You thought you’d seen every possible variant of IPA over the past decade and then along comes “Cold IPA”. The concept behind the style is to take West Coast style and make it even drier with a bitter, cleaner finish so that the drinker is ready for another refreshing sip.
Most examples of this new style are pale with some adjunct additions and finish dry. I thought Black IPA seemed like a good candidate to apply a similar approach. Aiming to get enough of the dark malt character but not so much that it would get in the way of the hop flavour and aroma. I wanted it to be a bit cleaner, drier and balance so that both sides of the beer could be present in equal measure.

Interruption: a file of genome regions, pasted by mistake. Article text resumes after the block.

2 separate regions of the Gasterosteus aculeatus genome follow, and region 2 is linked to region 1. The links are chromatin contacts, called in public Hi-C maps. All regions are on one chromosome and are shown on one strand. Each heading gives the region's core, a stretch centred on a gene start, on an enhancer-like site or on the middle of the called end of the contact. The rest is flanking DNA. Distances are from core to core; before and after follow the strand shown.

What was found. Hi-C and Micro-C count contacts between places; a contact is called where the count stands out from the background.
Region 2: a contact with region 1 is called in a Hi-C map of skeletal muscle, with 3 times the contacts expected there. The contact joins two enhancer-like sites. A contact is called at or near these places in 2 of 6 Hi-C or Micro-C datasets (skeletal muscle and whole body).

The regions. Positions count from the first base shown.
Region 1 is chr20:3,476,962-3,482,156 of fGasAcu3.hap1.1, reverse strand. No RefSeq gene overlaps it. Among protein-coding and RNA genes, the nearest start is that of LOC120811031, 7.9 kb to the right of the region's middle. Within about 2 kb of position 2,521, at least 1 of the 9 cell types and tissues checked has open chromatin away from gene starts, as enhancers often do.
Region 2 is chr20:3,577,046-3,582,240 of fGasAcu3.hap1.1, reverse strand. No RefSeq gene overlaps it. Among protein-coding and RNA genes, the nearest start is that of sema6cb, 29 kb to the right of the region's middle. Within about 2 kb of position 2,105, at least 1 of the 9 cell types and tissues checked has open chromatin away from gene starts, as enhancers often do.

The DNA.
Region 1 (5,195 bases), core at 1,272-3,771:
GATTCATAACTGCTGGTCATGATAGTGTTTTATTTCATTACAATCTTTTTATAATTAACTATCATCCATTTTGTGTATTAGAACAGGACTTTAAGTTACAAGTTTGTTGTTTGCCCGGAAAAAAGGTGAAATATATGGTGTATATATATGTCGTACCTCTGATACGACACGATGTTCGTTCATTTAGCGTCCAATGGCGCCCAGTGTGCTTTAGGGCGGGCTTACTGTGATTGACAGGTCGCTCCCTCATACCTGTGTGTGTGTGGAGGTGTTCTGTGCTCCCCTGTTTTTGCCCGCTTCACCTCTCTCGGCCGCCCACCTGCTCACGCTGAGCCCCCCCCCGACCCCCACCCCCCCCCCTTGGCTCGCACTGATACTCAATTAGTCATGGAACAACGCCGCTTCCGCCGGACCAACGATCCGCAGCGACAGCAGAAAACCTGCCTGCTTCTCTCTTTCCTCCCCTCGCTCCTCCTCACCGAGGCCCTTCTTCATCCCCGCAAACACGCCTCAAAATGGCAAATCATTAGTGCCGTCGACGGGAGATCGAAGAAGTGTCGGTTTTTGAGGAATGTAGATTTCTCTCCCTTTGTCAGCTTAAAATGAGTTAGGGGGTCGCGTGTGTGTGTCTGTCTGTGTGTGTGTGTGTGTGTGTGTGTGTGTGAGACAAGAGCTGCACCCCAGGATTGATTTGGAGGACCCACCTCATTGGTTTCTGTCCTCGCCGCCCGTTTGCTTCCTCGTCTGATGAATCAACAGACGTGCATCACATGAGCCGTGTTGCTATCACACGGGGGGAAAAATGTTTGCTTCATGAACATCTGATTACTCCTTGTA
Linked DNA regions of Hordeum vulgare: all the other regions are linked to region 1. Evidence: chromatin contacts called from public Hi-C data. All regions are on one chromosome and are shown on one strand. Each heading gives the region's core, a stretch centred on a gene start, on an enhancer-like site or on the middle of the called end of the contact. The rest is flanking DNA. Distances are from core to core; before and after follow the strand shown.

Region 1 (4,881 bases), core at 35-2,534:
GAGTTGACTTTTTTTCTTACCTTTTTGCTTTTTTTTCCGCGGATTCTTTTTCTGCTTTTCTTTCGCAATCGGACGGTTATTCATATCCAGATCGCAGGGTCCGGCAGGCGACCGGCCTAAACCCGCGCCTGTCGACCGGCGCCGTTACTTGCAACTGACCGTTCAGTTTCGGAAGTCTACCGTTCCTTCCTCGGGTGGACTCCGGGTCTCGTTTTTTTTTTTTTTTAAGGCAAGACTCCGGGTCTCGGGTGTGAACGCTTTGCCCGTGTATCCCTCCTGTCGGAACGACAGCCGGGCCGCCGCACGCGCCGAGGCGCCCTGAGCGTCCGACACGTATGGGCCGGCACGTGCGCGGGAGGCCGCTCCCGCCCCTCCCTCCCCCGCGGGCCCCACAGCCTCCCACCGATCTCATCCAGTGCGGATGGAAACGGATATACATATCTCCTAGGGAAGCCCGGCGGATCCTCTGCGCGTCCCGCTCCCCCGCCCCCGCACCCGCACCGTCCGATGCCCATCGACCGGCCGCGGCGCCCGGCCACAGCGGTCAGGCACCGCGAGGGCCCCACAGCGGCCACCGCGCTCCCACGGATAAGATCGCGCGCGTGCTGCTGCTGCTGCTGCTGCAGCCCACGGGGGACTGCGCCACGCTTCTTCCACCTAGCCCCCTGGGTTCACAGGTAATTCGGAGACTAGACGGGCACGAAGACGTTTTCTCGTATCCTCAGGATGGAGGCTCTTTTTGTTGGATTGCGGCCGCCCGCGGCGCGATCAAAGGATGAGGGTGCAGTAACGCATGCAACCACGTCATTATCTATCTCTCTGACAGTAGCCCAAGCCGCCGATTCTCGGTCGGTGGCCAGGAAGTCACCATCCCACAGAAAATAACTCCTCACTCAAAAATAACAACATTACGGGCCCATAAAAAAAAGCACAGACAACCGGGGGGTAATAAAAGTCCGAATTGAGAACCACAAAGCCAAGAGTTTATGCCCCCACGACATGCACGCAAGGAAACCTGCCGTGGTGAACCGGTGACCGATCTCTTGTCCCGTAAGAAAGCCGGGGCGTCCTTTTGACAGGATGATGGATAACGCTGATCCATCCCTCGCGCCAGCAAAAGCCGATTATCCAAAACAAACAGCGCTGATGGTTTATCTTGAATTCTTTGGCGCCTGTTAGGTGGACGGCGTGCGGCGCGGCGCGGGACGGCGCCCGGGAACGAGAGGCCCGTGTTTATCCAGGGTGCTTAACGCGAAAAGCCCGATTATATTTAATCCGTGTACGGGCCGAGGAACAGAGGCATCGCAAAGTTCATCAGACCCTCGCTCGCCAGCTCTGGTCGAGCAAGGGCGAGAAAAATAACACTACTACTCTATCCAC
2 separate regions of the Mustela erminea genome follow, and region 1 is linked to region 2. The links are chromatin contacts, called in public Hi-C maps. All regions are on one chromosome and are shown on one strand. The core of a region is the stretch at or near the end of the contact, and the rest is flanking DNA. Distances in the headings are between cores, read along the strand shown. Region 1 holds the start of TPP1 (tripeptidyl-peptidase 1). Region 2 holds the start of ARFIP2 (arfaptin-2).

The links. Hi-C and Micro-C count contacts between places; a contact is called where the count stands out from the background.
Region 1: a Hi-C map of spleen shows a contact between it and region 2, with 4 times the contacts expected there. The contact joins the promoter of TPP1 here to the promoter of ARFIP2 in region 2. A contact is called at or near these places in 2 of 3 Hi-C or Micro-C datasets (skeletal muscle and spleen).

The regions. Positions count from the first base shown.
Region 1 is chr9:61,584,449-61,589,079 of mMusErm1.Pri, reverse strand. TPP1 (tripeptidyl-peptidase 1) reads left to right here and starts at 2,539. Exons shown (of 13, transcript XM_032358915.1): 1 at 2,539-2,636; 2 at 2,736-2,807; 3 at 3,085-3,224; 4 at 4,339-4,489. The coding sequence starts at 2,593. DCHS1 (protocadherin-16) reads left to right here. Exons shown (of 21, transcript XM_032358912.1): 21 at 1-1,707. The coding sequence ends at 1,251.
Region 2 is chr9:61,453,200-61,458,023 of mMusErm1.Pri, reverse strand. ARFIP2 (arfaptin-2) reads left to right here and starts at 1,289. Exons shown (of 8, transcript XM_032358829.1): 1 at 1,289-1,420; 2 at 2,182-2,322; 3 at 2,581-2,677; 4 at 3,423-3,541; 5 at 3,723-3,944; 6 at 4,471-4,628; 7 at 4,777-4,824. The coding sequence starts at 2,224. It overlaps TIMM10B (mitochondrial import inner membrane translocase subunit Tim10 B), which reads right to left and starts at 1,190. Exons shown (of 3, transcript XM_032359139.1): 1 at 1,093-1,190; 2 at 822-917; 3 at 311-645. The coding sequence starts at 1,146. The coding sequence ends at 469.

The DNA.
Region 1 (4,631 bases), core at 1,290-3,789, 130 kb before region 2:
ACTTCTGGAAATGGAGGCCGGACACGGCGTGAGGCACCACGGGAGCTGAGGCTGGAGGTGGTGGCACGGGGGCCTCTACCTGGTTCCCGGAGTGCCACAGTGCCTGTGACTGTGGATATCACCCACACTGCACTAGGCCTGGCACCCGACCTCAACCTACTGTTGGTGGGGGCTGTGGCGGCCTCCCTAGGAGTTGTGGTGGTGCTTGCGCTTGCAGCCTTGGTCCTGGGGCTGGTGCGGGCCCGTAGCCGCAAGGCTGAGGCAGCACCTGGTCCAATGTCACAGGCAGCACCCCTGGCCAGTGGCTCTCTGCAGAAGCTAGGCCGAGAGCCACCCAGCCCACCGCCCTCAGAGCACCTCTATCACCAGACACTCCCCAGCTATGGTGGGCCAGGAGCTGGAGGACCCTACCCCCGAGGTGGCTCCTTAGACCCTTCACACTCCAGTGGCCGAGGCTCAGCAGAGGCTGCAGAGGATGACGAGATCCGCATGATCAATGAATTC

For the recipe development, I took a fairly standard ale approach to the malt bill. I wanted a definite maltiness to come through but I didn’t want this to be a heavy beer or a hoppy stout. We used Simcoe, Hallertau Blanc and Chinook kettle, whirlpool and dry-hop additions in a typical west coast IPA additions.
So what style is it? We need to put some descriptor on the label that allows people to know what to expect when they pick this up. We settled on COLD BIPA as I think it probably encapsulated what we were going for here with this beer.
It comes in at 6.4% abv and the maltiness plays really well with the hops here.
I’m really happy with how this beer turned out for us and I hope you’ll enjoy it too.
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